ST. PAUL, Minn. -- A puppy named "Puff" underwent a life-saving medical procedure at the University of Minnesota's Veterinary Medical Clinic. It's a one of kind surgery and it's happening in Minnesota.
"Puff was rescued from a puppy mill and she was born with a congenital heart problem," explained Underdog Rescue's Shannon McKenzie.
The rescue center hopes that "Puff" will soon be adopted, but first she needs heart surgery because without it she would die.
"Puff suffers from patent ductus arteriosus," explained Veterinary Clinical Sciences' Christopher Stauthammer.
For "Puff," blood in the heart goes where it shouldn't and veterinarians will use a technique only used at the U of M's Veterinary Medical Center to fix it.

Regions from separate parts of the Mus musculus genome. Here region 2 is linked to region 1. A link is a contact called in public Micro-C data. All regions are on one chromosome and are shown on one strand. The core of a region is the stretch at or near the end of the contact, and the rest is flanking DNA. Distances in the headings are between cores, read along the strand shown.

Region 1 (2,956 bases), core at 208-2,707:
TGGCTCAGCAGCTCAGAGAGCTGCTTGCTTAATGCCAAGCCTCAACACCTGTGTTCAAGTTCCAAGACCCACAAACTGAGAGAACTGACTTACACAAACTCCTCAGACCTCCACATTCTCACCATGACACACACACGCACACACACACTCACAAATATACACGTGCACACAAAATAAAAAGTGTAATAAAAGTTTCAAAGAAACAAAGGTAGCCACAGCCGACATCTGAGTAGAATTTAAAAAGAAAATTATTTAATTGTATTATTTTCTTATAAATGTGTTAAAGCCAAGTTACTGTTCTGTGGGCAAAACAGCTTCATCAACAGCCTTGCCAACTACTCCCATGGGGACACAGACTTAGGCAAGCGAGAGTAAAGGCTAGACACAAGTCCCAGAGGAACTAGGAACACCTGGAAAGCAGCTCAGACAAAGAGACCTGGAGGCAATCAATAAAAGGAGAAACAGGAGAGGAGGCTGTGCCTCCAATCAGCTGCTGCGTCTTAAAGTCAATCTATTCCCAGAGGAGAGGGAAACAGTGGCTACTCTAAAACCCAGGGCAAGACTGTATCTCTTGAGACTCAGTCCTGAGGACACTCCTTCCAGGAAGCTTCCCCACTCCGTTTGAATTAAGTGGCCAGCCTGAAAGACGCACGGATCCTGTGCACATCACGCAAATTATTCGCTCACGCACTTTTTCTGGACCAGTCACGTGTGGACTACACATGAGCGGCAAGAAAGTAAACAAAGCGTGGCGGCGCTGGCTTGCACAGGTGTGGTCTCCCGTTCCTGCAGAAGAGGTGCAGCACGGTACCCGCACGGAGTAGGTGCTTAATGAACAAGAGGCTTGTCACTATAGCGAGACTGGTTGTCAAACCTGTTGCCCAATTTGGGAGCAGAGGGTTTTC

Much like heart surgery for a human, but on a much smaller scale, an incision is made on "Puff's" leg.
A catheter is then placed through a blood vessel and into the heart, which is followed by a guide wire to help place a device to stop the flow of blood from going where it shouldn't.
The entire procedure took two hours and it was a success.
"Puff's a success story and certainly an envy amongst several other veterinarians, she was just fortunate to already be located here in Minnesota and have access to the university," said Stauthammer.
The clinic will keep an eye on her for the next day or so, in the meantime, she's in need of a more permanent home, for now she's in foster care.
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